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Everything you need to know about mold after an extended power outage

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By Lisa Iscrupe August 27th, 2021
For business

 

 

  • The bottom line. Even a power outage of just 24 hours can kick off mold growth in your home. Be vigilant against mold before, during, and after a power outage to prevent illness and property damage. 

Why you need to be aware of mold

Mold. It conjures up pictures of green and black nastiness. You’ve seen it on your overdue fruit or your forgotten leftovers. You may have seen its cousin, mildew, snaking along the grout in your bathroom. 

Wherever it’s spotted, mold, mildew, and fungus are always unwanted visitors reminding you that it might be time for a scrubbing. But did you know mold can be dangerous too? Mold can breed incredibly fast and thrives in warm, wet environments like the kind you might encounter after a natural disaster

To understand the central issues regarding mold and power outages, we spoke with David Lipton, a Certified Industrial Hygienist (CIH) with the N.C. Department of Health and Human Services, who has researched the effects of mold after a natural disaster. As with any recovery effort, Lipton advises homeowners and renters that “when starting recovery, they will need a list of things saved, things disposed of, and any actions or expenses to protect property from further damage.“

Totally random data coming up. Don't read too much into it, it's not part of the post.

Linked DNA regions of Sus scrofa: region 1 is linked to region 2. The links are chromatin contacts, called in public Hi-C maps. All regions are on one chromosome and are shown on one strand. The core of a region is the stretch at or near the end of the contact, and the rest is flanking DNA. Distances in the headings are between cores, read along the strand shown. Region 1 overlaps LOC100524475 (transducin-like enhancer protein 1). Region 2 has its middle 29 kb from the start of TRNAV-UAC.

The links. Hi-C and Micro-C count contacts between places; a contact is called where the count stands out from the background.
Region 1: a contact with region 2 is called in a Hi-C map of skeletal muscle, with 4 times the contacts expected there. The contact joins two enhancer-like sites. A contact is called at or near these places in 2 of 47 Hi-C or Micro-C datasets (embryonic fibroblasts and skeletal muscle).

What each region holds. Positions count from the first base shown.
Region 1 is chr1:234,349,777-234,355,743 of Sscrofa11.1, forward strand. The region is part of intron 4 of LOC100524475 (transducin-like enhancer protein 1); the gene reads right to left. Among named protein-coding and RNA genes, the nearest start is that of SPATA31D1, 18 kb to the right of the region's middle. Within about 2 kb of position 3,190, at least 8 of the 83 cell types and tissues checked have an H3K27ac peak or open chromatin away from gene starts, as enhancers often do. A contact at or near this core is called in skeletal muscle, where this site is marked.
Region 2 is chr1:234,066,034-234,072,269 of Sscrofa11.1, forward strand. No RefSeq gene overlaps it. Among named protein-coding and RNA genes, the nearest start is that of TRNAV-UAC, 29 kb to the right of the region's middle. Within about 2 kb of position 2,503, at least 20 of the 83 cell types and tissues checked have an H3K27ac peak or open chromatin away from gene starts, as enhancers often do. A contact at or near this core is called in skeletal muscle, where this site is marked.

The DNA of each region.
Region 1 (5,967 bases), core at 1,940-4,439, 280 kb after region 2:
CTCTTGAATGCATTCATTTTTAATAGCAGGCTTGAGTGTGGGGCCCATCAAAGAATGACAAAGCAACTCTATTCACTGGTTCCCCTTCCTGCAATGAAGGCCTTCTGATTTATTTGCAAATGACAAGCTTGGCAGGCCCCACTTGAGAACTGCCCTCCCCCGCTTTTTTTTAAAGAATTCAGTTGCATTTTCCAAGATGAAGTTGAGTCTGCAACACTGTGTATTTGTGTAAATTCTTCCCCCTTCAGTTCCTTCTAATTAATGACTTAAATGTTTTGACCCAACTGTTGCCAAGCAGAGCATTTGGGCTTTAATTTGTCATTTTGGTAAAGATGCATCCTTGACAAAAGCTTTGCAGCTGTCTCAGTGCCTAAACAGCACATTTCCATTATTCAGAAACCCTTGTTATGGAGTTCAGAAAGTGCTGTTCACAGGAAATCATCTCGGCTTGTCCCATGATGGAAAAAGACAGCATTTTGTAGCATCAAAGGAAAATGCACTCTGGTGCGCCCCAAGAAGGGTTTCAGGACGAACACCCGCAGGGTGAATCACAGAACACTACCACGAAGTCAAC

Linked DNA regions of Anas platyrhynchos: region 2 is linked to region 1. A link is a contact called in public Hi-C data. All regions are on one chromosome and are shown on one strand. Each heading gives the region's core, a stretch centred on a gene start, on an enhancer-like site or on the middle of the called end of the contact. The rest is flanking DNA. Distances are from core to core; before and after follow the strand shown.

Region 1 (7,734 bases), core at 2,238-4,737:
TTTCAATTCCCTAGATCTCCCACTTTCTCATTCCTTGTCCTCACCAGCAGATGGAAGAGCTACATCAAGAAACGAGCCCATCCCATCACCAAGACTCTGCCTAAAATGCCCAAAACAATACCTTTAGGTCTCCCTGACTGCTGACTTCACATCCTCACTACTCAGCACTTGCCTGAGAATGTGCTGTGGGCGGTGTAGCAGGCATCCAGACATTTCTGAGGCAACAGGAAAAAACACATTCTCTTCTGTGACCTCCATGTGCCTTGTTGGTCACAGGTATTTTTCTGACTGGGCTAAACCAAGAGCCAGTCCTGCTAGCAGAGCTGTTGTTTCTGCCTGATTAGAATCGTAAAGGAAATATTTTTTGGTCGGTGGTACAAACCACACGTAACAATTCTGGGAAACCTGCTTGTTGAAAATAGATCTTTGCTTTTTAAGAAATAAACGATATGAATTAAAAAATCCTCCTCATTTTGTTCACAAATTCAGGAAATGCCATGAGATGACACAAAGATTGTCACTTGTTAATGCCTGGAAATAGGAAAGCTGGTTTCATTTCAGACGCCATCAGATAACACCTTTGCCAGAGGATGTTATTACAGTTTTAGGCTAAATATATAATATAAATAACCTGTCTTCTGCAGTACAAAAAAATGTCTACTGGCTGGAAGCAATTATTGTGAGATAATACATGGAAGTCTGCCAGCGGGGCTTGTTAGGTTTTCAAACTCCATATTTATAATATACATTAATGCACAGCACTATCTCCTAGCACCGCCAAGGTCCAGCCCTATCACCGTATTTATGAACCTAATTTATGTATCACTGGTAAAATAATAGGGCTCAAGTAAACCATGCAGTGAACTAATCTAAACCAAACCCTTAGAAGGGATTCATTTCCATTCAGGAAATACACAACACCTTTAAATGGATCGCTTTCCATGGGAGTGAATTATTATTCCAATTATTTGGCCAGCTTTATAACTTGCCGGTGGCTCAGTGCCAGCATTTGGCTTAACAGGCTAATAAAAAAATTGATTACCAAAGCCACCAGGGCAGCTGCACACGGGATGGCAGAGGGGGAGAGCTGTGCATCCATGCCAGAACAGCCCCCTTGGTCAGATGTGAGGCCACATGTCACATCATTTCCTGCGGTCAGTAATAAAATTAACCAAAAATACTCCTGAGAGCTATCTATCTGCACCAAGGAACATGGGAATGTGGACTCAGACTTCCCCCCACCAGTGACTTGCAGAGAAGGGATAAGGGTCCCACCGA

In hurricane season, after a flood, or even a snowstorm, you want to make sure you’re prepared to fight mold before it affects your family’s health and well-being. Here’s everything you need to know about mold during an extended power outage.

Mold can grow in almost any conditions

Mold spores are hearty stock that can survive and thrive in suboptimal conditions. Moisture and warmer temperatures provide the best environment for mold and mildew to multiply. And there is no shortage of mold varieties. There are over 100,000 different types of mold, though not all of them are detrimental to humans. 

Mold grows after a power outage

Lack of air conditioning and proper ventilation after a power outage can provide excellent conditions for mold and mildew to grow. And homes in the warm, humid climates like the southeast United States are prime real estate for the yucky stuff. 

Mold grows super fast

Mold acts quickly. Not only can it grow in less-than-hospitable conditions, mold colonies “can start to grow on a damp surface within 24 to 48 hours,” according to the Federal Emergency Management Agency (FEMA). Not only that, but mold reproduces microscopic spores, similar to very tiny seeds, and easily travels through the air, sometimes by several miles.

Prepare for mold before a power outage happens

You may not be able to prevent mold in the aftermath of an extended power outage. However, there are a few home maintenance tasks that can defend your home against mold. 

Maintain a low humidity environment in your home. A humidity level of 50% or lower is recommended by the Centers for Disease Control and Prevention (CDC)

  • Ensure indoor exhaust fans are in working order and in use in high-humidity areas such as the kitchen, bathrooms, and dryer vent.
  • Identify and repair any leaks in your home’s structure. This tip is handy because it will save you money on your power bill as well.
  • Keep your home clean and dry. 

Controlling and preventing mold by running dehumidifiers, the air conditioner, and your washer and dryer use a lot of energy. However, there are ways to keep your electricity bill low while still combating allergens.